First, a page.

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Your mental health rights – for 11-18 year olds

Information for young people on what rights you have for your mental health and what to do if you feel like your rights are being ignored.

What rights do I have for my mental health?

You have lots of rights to do with your mental health.

It's important to understand your rights in mental health settings so that you can make sure you're properly supported and being treated fairly.

What do we mean by rights?

Find a summary of what rights are and what they might mean to you.

Knowing where laws come from, and that something is a law, makes it seem important.

How can I find out if I have a right to something?

You might not be sure whether you have a right to something, like using your phone when you're staying in hospital for mental health.

If you can't find the information you need on this page, you can find out by:

  • Asking the service or organisation if they have a policy about the things that they provide, or responsibilities they have towards you. This might be your school, doctor's surgery, or local CAMHS.
  • Looking for information online. There are lots of websites where you can find information about your rights.

If you want to look online, some options include:

  • Childline's website for general information about rights.
  • Law Stuff website for information on a range of rights-based topics for young people in England. It also offers a service where you can send them your question and they will email you back.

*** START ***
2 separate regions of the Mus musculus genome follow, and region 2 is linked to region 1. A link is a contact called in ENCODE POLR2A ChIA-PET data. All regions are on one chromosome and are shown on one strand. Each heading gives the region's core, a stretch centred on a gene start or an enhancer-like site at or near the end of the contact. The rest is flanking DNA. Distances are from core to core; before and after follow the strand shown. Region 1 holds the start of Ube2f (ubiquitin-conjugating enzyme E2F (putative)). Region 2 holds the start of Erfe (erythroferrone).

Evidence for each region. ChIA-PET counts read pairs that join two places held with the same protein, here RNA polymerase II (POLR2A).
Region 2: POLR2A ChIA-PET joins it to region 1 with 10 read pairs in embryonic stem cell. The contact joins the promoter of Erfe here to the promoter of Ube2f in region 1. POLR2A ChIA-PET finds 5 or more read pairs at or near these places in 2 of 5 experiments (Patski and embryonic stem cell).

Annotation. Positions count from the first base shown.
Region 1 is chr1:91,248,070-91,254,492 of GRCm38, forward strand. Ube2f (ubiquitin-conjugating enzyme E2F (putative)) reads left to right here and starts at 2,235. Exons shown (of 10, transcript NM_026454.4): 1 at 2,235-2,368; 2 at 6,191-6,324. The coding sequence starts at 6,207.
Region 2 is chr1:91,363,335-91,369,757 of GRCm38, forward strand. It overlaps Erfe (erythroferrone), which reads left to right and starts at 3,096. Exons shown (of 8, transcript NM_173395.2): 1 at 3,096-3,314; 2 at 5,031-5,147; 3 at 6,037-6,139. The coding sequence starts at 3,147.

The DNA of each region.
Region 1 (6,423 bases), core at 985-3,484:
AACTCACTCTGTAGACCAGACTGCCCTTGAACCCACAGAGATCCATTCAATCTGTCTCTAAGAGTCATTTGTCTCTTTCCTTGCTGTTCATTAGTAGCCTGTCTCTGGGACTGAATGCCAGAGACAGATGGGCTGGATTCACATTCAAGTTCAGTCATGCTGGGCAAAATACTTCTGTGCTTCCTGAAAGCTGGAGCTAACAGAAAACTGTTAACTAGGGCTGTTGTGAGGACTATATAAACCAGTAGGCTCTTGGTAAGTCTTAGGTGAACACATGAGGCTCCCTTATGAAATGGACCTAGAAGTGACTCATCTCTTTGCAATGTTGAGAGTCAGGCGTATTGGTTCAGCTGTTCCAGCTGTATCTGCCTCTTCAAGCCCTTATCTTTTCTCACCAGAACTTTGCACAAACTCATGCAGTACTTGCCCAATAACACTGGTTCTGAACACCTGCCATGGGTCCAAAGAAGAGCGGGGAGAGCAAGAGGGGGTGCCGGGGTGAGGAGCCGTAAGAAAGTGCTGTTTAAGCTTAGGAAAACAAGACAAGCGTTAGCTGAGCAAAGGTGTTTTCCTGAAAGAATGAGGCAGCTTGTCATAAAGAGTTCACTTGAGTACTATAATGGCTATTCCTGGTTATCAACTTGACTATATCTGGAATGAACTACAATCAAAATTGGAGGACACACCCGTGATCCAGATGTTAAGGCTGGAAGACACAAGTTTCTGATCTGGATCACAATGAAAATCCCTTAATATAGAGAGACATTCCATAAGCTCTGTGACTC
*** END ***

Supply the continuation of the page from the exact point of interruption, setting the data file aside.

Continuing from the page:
• Children's Legal Centre for information on a range of rights based topics for children and young people in Wales.
  • Anna Freud for information on your rights about treatment options, parental consent and sectioning.

Your right to confidentiality

All personal information that professionals hold about you should be kept private.

This means if you talk to health professionals, schools, social workers, advocates or employers about your mental health, it should stay between you and them, unless they tell you differently.

Sometimes your information might be shared: 

  • So you get a good level of care. For example, your doctor will write down what you tell them in your appointment. Other doctors who work at the same place will be able to see these notes, so if you have an appointment with a different doctor, you won't need to explain your story again.
  • So they can refer you to another service, like a specialist doctor. They should tell you if they're going to do this.
  • If they're worried that you or someone else could be in danger. Normally, they should tell you that they're going to do this, unless telling you would put someone else in danger.

If you're worried about confidentiality, you can always bring it up with the professional you're speaking to and they should tell you about the rules they have to follow.

You also have a right to see your personal information, like what your doctor has written on your medical notes.

Understanding confidentiality

Find out more about your right to confidentiality by understanding what it means.

Your right to support in education

If you have a disability or find learning at school difficult because of your mental health, you might have rights to extra support, like:

  • A safe place to go at lunch time and between lessons
  • Extra help from a teacher or assistant
  • Extra time to take exams or tests

If you think you would find this useful or you want to find out more, you can talk to your school or college to find out what support is available.

Your right to be involved in decisions about you

You should always be involved in decisions about you, like:

  • The treatment and support you get
  • Who knows about your mental health problem
  • The support you get at school